NEW YORK (Reuters) - Rhetoric against free trade from both likely U.S. presidential nominees poses a risk to the economy and consumers who would lose out if international trade is restrained, the chief executive of the largest U.S. railroad said on Thursday.
“Global trade is not getting a fair shake in the dialogue,” Union Pacific Corp (UNP.N) CEO Lance Fritz said during a discussion with Reuters journalists. “We’ve devolved to a form of populism in the rhetoric and that strikes me as having a lot of negative consequences.”
Free trade agreements and their impact on U.S. workers have been a major theme in the 2016 campaign for the presidential election on Nov. 8.
Presumptive Republican nominee Donald Trump has criticized the North American Free Trade Agreement (NAFTA) and promised to rip up the Trans-Pacific Partnership (TPP) trade deal. Hillary Clinton, the likely Democratic nominee, has criticized the partnership deal, which was signed in February but has not yet won congressional approval.
Omaha, Nebraska-based Union Pacific has a growing business serving cross-border trade with Mexico, and over the past decade has reported increased shipments of containers full of consumer goods, many of which come from Asia.
Fritz said both candidates are arguing that NAFTA is “a bad thing,” even though Trump has been more vocal than Clinton in warning about losing jobs to foreign competition and threatening to slap tariffs on imported goods.
“That’s concerning to me,” Fritz said. “That’s telling the U.S. public that free trade is a bad idea, and that’s patently not in the interest of the U.S. consumer.”
“We are worried and thinking about what-ifs,” Fritz said when asked how his company would deal with a Trump or Clinton administration. “What I’m hoping is we get a little more clarity as we get closer (to the election) and it starts making sense and we can plan around it.”
Fritz, who has served as Union Pacific CEO since February 2015, also noted that despite low fuel prices, U.S. consumers still have not taken up the slack in the broader economy.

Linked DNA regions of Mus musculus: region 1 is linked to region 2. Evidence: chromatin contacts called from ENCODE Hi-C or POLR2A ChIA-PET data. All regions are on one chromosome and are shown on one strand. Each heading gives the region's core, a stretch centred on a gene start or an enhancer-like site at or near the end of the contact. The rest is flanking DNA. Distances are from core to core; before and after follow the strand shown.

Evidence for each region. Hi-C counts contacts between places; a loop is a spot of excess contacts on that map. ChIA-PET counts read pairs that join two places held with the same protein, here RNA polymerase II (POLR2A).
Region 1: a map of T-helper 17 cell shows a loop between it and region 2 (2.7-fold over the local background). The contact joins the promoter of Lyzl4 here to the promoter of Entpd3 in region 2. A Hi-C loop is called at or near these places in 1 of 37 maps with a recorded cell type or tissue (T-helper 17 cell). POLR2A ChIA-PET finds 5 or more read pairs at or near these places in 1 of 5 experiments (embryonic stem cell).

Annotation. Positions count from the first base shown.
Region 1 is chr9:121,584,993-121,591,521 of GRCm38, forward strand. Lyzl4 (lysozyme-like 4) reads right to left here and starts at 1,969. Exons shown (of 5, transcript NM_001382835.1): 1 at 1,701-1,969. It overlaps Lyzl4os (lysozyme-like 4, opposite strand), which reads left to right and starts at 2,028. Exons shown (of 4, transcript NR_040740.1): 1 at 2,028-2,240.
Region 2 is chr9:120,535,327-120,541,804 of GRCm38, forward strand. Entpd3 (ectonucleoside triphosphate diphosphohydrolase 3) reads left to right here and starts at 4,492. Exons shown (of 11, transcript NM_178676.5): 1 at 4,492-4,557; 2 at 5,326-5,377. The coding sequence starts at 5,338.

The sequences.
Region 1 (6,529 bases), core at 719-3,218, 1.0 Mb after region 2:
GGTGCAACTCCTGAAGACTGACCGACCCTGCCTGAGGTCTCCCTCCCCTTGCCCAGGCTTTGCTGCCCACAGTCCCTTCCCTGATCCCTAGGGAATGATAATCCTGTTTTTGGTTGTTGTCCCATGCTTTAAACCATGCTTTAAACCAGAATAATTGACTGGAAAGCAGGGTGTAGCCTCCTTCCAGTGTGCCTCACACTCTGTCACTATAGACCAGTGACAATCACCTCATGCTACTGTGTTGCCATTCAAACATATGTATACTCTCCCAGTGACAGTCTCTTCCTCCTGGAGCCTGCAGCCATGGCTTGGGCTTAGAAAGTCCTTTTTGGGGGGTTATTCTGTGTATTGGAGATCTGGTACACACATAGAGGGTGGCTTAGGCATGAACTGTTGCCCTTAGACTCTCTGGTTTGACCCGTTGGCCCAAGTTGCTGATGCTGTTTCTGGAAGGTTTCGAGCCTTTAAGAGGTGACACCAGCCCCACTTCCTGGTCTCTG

“We haven’t seen a strong consumer in a little while,” he said.
Fritz said he did not know when the railroad would meet its target of an operating ratio, a measure of efficiency, of 55 percent. The ratio expresses operating expenses as a percentage of revenue, so the lower the figure the better.
“We’re going to get there as soon as we can in a reasonable fashion,” he said. Union Pacific posted a first-quarter operating ratio of 65.1 percent.
U.S. railroads generally have a significantly higher operating ratio than the 58.9 percent reported in the first quarter by Canadian Pacific Railway Ltd (CP.TO) and Canadian National Railway Co (CNR.TO).
Fritz also said Union Pacific would have an anti-collision system mandated by Congress in place by the deadline of 2018. But the company would need the two one-year extensions allowed to “debug” the Positive Train Control (PTC) system, he added.
Last year, Congress extended the deadline for the system’s implementation beyond 2015, despite opposition from some lawmakers following a fatal Amtrak crash in Pennsylvania in May 2015.
Reporting by Nick Carey; Editing by Eric Effron and Richard Chang